Sandy Hook, Kentucky
|Sandy Hook, Kentucky|
Elliott County courthouse in Sandy Hook
Location of Sandy Hook, Kentucky
|Established||March 4, 1850|
|Reïncorporated||April 13, 1888|
|• Mayor||James Adkins|
|• Total||1.0 sq mi (2.5 km2)|
|• Land||1.0 sq mi (2.5 km2)|
|• Water||0.0 sq mi (0.0 km2)|
|Elevation||771 ft (235 m)|
|• Density||687/sq mi (265.4/km2)|
|Time zone||Eastern (EST) (UTC-5)|
|• Summer (DST)||EDT (UTC-4)|
|GNIS feature ID||0502983|
The head of navigation on the Little Sandy River was first settled in the 1820s. By the time of its establishment by the state legislature in 1850, it was known as "Sandy Hook" for the fishhook-shaped bend in the river at that point.
It was chosen as the seat of the newly established Elliott County over nearby Newfoundland in 1869, owing to a generous donation of land for public buildings by resident James Hunter. In 1872, the city was incorporated as "Martinsburg" in honor of Congressman John P. Martin. The priority of another Martinsburg, Kentucky, meant that the post office (est. 1874) had to be named "Sandy Hook". The city resumed the name shortly after and was reïncorporated as "Sandy Hook" in 1888.
Sandy Hook is located near the center of Elliott County at  at the head of navigation on the Little Sandy River in eastern Kentucky. According to the United States Census Bureau, the city has a total area of 0.97 square miles (2.5 km2), all land.(38.092447, -83.123918)
Kentucky Route 7 passes through the center of town, leading northeast 22 miles (35 km) to Grayson and southwest 18 miles (29 km) to West Liberty. Kentucky Route 32 leads east 39 miles (63 km) to Louisa and heads north out of Sandy Hook with KY 7, eventually leading northwest 27 miles (43 km) to Morehead.
As of the census of 2000, there were 678 people, 292 households, and 167 families residing in the city. The population density was 716.1 people per square mile (275.6/km²). There were 332 housing units at an average density of 350.7 per square mile (134.9/km²). The racial makeup of the city was 99.26% White, 0.15% African American, 0.15% Native American, and 0.44% from two or more races.
There were 292 households out of which 27.1% had children under the age of 18 living with them, 36.0% were married couples living together, 18.8% had a female householder with no husband present, and 42.8% were non-families. 41.8% of all households were made up of individuals and 18.5% had someone living alone who was 65 years of age or older. The average household size was 2.13 and the average family size was 2.90.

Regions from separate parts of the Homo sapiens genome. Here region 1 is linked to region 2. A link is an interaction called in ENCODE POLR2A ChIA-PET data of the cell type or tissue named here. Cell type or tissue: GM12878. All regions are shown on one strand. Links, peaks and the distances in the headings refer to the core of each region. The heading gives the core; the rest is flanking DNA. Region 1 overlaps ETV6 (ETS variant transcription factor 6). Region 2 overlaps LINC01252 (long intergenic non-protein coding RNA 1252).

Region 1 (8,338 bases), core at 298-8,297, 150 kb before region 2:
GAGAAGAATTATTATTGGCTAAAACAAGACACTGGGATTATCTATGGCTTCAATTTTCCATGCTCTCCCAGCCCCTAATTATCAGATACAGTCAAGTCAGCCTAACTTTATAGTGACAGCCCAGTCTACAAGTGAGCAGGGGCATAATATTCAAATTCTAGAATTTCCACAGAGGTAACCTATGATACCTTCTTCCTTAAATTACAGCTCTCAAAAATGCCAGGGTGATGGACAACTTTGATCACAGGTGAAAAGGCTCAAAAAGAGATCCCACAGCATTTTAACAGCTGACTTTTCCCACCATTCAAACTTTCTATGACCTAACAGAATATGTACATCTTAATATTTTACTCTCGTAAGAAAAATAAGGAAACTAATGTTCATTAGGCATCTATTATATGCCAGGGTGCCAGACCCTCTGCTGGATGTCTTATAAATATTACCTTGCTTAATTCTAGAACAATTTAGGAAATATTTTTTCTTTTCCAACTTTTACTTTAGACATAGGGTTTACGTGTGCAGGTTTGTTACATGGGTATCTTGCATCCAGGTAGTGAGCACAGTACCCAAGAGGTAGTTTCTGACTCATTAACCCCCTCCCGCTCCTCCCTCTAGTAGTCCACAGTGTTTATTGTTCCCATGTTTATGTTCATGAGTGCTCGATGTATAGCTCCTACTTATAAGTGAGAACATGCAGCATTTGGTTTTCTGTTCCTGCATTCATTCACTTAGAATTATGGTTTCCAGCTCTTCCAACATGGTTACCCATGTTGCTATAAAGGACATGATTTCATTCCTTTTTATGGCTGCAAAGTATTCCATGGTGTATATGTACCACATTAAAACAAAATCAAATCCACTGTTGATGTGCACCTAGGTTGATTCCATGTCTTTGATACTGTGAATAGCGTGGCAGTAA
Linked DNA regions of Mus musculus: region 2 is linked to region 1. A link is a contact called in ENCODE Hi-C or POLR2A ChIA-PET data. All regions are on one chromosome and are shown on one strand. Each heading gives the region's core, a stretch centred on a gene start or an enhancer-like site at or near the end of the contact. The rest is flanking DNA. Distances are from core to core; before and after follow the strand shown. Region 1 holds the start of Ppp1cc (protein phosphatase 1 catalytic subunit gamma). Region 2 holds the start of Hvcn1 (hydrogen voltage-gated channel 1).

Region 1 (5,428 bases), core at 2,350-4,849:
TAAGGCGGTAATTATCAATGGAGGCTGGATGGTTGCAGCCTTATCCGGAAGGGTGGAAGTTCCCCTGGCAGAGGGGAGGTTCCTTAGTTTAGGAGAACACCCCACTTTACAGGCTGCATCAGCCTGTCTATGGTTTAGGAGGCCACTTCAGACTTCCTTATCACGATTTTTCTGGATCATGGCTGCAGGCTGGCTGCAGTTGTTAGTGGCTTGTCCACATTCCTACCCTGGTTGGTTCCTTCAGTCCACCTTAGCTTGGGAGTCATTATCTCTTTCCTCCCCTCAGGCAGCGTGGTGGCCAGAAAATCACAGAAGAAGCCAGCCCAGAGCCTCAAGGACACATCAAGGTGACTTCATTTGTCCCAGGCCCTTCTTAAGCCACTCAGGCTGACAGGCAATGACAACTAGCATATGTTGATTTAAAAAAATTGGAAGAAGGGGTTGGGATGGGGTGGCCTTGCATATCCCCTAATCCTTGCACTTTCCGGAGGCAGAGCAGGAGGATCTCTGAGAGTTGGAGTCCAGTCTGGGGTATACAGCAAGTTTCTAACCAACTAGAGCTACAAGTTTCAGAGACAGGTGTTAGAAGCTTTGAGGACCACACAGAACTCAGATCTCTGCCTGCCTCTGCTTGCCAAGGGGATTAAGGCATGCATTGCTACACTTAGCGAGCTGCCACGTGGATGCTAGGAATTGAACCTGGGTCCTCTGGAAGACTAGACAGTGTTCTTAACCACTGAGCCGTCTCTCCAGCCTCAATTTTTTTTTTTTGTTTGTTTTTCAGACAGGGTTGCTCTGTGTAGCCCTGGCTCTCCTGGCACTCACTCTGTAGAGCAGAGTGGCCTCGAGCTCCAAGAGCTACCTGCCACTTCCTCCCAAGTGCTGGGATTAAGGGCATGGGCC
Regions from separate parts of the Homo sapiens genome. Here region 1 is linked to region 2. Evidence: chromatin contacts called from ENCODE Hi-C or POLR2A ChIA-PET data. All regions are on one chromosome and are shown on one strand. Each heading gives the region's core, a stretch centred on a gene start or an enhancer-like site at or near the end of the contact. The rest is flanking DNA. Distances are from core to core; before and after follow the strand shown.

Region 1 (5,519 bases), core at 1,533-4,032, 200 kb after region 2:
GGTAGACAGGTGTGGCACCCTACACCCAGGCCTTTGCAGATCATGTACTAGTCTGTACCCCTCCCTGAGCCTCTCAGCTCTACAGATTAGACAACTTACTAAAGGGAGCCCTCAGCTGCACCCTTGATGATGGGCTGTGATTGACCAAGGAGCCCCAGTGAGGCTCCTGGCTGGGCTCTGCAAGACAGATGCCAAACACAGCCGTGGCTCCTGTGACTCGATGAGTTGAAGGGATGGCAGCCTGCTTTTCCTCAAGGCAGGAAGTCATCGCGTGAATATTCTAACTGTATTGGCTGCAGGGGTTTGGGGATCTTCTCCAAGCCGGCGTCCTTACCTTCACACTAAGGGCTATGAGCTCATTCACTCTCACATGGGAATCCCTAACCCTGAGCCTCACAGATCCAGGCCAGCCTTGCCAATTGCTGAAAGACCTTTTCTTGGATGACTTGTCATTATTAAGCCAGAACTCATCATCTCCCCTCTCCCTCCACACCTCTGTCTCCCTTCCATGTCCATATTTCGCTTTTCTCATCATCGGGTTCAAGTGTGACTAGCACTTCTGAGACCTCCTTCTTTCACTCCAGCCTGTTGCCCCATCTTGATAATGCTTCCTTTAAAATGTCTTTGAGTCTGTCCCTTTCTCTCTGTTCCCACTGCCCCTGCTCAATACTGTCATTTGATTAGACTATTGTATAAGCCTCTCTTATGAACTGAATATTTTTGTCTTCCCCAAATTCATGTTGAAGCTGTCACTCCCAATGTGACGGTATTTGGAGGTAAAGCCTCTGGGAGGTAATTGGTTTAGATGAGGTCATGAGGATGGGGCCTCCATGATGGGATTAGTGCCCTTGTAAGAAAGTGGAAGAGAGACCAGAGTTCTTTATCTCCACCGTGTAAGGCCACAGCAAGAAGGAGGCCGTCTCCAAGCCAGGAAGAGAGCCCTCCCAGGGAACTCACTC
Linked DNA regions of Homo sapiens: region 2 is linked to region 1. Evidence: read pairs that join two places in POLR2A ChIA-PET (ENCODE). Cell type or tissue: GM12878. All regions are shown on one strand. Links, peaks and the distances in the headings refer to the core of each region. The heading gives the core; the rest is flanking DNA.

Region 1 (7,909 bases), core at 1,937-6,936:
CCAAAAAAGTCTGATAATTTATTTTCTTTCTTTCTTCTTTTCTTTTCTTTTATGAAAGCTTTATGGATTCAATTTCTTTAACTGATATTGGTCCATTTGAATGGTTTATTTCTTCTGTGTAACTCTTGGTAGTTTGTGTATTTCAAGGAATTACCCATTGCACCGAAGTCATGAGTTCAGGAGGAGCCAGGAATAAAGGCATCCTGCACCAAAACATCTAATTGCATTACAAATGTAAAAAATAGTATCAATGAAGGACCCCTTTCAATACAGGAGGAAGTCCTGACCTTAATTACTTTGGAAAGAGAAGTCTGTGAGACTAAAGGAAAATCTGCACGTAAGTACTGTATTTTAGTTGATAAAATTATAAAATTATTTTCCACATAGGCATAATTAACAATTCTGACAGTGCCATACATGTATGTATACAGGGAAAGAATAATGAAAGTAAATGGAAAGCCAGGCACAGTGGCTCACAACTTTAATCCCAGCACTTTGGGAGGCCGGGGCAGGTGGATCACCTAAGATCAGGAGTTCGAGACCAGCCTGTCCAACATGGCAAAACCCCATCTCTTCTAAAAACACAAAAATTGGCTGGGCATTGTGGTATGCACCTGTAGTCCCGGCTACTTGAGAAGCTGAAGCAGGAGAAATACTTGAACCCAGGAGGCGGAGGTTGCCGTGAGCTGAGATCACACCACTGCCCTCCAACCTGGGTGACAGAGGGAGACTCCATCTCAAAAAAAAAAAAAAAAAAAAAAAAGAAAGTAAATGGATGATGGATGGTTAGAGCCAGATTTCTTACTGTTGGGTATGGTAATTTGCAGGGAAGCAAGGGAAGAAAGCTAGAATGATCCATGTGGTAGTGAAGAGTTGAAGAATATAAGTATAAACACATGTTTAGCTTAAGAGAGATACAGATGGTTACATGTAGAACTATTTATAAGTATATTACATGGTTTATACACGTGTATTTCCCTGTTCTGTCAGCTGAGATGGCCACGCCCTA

In the city the population was spread out with 23.5% under the age of 18, 8.4% from 18 to 24, 22.1% from 25 to 44, 20.8% from 45 to 64, and 25.2% who were 65 years of age or older. The median age was 42 years. For every 100 females there were 65.0 males. For every 100 females age 18 and over, there were 60.2 males.
The median income for a household in the city was $14,313, and the median income for a family was $21,071. Males had a median income of $40,417 versus $22,031 for females. The per capita income for the city was $13,278. About 28.2% of families and 31.2% of the population were below the poverty line, including 43.1% of those under age 18 and 26.4% of those age 65 or over.
Sandy Hook is the hometown of late country music singer Keith Whitley. A statue of Whitley playing his guitar can be seen in the local cemetery, and a local street was renamed "Keith Whitley Boulevard." Whitley's body is buried in the Spring Hill Cemetery in Nashville, Tennessee.
Sandy Hook is in a dry county, and it is illegal to sell alcohol within the city. The Little Sandy Correctional Complex, a medium-security prison operated by the Kentucky Department of Corrections, is located 6 miles (10 km) northeast of Sandy Hook.
- Commonwealth of Kentucky. Office of the Secretary of State. Land Office. "Sandy Hook, Kentucky". Accessed 16 August 2013.
- "Find a County". National Association of Counties. Retrieved 2011-06-07.
- "Geographic Identifiers: 2010 Demographic Profile Data (G001): Sandy Hook city, Kentucky". American Factfinder. U.S. Census Bureau. Retrieved February 1, 2016.
- Rennick, Robert. Kentucky Place Names. University Press of Kentucky (Lexington), 1987.
- "US Gazetteer files: 2010, 2000, and 1990". United States Census Bureau. 2011-02-12. Retrieved 2011-04-23.
- "Annual Estimates of the Resident Population for Incorporated Places: April 1, 2010 to July 1, 2014". Retrieved June 4, 2015.
- "Census of Population and Housing". Census.gov. Retrieved June 4, 2015.
- "American FactFinder". United States Census Bureau. Retrieved 2008-01-31.